Finale 3D supports DMX and hybrid DMX/pyro shows with flame, special effects, and lights. The scripting paradigm is the same as for pyro — add effects to positions, and arrange them on the timeline and in the 3D view. Finale 3D exports DMX scripts for firing systems and controllers that generate DMX signals based on script files (list). The vision for hybrid DMX/pryo shows is championed by music festivals like Defqon.1 in the Netherlands (video here), Tomorrowland in Belgian, the Electric Daisy Carnival in the United States, and more. It may also be possible to replace some of the pyro effects in smaller proximate shows with DMX lights and special effects, decreasing the product cost and increasing the profit margins of the display company.
Video 1 – DMX show design tutorial
Positions are fixtures
When designing DMX shows in Finale 3D, the positions are the DMX fixtures themselves — lights, flame systems, special effects, etc. Right-click on the positions to configure them as fixtures, and then add DMX effects to the fixtures analogously to adding pyro effects to launch positions. DMX fixtures are drawn as blue squares instead of yellow disks, as shown below in Figure 1.
Figure 1 – Designing a DMX show with flame and spark fixtures.
Every DMX fixture listens to a range of channels in a DMX universe that control the functions of the fixture. Multiple fixtures can listen to the same range, in which case they will act in parallel (see slave fixtures, below). It is important that independent fixtures have their own, non-overlapping ranges of channels. Functions in Finale 3D like, “Assign DMX channel ranges to fixtures” make it easy to set up the fixtures for operation (Assign DMX channel ranges to fixtures). You can look at the positions window to examine the channel ranges, as shown in Figure 2.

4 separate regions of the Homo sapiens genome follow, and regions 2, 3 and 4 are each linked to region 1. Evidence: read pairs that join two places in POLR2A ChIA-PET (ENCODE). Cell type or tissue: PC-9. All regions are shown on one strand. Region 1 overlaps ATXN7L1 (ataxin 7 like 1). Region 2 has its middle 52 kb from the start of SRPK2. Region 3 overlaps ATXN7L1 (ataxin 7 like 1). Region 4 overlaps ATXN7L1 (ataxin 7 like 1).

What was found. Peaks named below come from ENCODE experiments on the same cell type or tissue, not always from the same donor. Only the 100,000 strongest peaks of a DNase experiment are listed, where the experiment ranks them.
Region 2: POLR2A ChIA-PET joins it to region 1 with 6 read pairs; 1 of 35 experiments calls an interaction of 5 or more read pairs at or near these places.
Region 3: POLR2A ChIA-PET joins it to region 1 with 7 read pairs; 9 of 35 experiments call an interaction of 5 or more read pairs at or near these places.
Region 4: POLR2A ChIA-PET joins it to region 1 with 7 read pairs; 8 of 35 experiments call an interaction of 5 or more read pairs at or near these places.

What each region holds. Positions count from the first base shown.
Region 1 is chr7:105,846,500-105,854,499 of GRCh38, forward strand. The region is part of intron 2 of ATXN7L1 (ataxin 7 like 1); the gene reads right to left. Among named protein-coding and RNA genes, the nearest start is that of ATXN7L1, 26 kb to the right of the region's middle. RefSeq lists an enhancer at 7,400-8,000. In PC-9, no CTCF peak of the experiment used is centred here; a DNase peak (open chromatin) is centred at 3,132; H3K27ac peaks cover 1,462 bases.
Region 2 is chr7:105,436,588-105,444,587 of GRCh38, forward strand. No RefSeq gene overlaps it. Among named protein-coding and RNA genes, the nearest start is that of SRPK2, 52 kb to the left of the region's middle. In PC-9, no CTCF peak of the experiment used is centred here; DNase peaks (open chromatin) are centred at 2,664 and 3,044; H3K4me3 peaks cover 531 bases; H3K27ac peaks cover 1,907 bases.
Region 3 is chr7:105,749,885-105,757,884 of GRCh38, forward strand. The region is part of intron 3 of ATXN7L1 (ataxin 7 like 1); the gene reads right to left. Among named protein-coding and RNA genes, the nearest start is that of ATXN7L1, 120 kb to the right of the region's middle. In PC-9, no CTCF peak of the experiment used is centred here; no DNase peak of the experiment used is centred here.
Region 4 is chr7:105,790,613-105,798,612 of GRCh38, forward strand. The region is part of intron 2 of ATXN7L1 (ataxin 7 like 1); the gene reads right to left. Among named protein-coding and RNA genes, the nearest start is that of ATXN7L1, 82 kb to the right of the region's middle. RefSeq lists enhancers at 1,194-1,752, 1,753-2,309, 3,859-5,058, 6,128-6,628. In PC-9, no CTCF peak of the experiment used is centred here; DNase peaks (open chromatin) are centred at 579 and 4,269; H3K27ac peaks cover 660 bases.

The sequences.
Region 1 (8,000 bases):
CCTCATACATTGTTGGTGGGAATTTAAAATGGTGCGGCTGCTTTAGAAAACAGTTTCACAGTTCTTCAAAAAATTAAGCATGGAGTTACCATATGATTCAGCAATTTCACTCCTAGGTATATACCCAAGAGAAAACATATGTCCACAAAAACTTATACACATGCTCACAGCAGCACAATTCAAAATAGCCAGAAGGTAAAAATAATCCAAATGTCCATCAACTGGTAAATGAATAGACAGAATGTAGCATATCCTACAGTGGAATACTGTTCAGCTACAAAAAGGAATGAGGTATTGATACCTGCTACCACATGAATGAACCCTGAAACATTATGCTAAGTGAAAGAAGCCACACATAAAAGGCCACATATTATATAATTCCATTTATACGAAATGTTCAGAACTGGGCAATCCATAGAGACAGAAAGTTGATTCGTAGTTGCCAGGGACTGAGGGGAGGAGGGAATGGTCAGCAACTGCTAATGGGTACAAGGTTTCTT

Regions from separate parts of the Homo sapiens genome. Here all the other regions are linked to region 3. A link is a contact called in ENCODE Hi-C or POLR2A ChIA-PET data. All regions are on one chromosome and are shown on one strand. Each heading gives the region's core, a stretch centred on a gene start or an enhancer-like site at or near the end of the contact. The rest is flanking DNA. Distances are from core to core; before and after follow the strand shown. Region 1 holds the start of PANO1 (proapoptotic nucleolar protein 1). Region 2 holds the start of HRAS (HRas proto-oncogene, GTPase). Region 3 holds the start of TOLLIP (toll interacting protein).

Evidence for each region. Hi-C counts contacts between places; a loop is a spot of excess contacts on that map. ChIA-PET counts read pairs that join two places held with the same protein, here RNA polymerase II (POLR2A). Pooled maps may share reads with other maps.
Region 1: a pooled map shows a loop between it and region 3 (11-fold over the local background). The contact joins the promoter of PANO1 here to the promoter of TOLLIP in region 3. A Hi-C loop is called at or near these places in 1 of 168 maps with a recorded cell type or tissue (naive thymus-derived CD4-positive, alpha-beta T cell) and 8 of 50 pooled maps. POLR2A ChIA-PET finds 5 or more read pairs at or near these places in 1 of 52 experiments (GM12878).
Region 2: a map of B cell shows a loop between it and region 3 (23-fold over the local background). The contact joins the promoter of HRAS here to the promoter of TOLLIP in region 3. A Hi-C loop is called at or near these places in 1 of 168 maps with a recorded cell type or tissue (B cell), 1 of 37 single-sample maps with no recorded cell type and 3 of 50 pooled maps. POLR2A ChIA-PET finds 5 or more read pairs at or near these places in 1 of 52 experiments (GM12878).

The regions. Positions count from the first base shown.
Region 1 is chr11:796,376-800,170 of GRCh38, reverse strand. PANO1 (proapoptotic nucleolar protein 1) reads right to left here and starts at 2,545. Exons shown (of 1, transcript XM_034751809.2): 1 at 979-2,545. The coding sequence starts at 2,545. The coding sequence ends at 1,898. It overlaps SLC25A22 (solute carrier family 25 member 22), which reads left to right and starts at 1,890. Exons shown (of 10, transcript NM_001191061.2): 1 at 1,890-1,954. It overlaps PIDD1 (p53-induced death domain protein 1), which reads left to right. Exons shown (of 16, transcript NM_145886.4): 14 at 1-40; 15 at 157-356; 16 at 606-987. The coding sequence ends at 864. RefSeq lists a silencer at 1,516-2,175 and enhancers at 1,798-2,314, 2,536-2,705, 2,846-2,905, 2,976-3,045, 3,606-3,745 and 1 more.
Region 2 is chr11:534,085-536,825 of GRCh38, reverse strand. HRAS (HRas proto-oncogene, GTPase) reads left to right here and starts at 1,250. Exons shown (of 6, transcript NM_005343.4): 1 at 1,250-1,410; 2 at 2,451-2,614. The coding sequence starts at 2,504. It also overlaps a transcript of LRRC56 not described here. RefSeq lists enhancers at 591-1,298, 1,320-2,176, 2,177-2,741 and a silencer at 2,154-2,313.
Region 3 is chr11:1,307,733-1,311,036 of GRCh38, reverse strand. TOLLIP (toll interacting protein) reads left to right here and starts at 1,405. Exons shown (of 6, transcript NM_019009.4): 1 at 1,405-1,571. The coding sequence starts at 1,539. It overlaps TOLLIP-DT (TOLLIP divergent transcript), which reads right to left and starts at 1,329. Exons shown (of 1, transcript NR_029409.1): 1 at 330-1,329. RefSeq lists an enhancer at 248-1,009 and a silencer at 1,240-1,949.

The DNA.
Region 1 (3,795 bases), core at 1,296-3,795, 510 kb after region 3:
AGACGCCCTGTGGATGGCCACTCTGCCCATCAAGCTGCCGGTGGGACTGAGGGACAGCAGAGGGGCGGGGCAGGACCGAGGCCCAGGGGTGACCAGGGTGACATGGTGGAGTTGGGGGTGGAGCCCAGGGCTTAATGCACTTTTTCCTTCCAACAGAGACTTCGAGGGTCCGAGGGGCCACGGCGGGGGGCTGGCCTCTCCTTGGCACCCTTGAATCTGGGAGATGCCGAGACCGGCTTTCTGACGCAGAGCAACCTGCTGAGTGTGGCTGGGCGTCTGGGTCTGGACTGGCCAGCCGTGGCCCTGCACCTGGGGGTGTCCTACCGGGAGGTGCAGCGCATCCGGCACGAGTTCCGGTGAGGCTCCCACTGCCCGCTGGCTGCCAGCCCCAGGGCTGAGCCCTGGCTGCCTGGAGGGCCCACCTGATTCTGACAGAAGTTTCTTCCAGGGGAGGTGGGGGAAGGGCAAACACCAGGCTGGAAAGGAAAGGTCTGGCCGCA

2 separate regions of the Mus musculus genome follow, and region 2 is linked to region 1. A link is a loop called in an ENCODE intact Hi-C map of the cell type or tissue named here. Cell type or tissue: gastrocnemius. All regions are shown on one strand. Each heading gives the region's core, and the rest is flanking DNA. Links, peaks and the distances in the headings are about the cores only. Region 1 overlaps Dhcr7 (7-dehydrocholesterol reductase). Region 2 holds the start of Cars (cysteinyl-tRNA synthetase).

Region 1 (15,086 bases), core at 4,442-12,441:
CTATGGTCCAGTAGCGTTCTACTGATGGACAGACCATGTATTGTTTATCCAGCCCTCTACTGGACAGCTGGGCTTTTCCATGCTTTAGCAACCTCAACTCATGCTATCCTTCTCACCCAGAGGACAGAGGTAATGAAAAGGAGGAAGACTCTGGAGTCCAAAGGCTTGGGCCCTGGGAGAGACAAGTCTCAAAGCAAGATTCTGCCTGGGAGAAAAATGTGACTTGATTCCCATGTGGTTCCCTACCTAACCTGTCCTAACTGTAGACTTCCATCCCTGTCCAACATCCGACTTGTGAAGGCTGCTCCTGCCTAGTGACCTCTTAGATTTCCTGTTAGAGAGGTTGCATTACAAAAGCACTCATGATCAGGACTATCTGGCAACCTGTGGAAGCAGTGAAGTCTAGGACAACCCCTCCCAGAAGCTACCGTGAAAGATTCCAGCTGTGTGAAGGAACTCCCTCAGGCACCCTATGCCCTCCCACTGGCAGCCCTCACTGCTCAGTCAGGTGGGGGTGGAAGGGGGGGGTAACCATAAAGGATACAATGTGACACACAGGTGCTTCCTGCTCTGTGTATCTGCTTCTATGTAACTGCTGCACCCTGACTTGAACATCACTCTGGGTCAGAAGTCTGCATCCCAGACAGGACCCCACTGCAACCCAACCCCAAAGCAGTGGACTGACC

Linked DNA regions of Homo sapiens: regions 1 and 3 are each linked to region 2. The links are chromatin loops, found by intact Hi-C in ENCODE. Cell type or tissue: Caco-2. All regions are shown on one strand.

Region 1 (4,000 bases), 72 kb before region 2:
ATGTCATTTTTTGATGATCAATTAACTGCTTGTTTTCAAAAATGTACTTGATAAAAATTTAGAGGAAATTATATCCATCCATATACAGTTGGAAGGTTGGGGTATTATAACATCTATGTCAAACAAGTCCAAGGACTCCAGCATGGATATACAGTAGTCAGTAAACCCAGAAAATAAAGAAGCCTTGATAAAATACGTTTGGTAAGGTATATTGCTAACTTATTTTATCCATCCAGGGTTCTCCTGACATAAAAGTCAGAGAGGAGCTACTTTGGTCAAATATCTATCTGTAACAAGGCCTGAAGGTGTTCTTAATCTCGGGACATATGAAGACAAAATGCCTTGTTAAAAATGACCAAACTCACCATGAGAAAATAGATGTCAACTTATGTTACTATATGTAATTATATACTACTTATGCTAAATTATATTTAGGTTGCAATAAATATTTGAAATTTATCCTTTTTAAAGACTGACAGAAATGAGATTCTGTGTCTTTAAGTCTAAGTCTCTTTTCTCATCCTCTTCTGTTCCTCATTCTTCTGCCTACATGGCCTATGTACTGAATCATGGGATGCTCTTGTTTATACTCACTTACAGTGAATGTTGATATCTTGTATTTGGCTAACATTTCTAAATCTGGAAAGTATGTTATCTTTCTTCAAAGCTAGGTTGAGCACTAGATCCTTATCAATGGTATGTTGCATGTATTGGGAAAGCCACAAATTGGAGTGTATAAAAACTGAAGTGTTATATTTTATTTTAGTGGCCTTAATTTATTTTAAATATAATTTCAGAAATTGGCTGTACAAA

Figure 2 – The positions window shows the DMX channel ranges of the fixtures.
Add effects to fixtures
A DMX fixture will be compatible with a specific set of effects associated with the fixture. An Explo X2 Wave Flamer effect is only compatible with Explo X2 Wave Flamer fixtures. Same for Galaxis G-Flame effects and G-Flame fixtures. Same for par light effects and the specific light fixture that they are made for.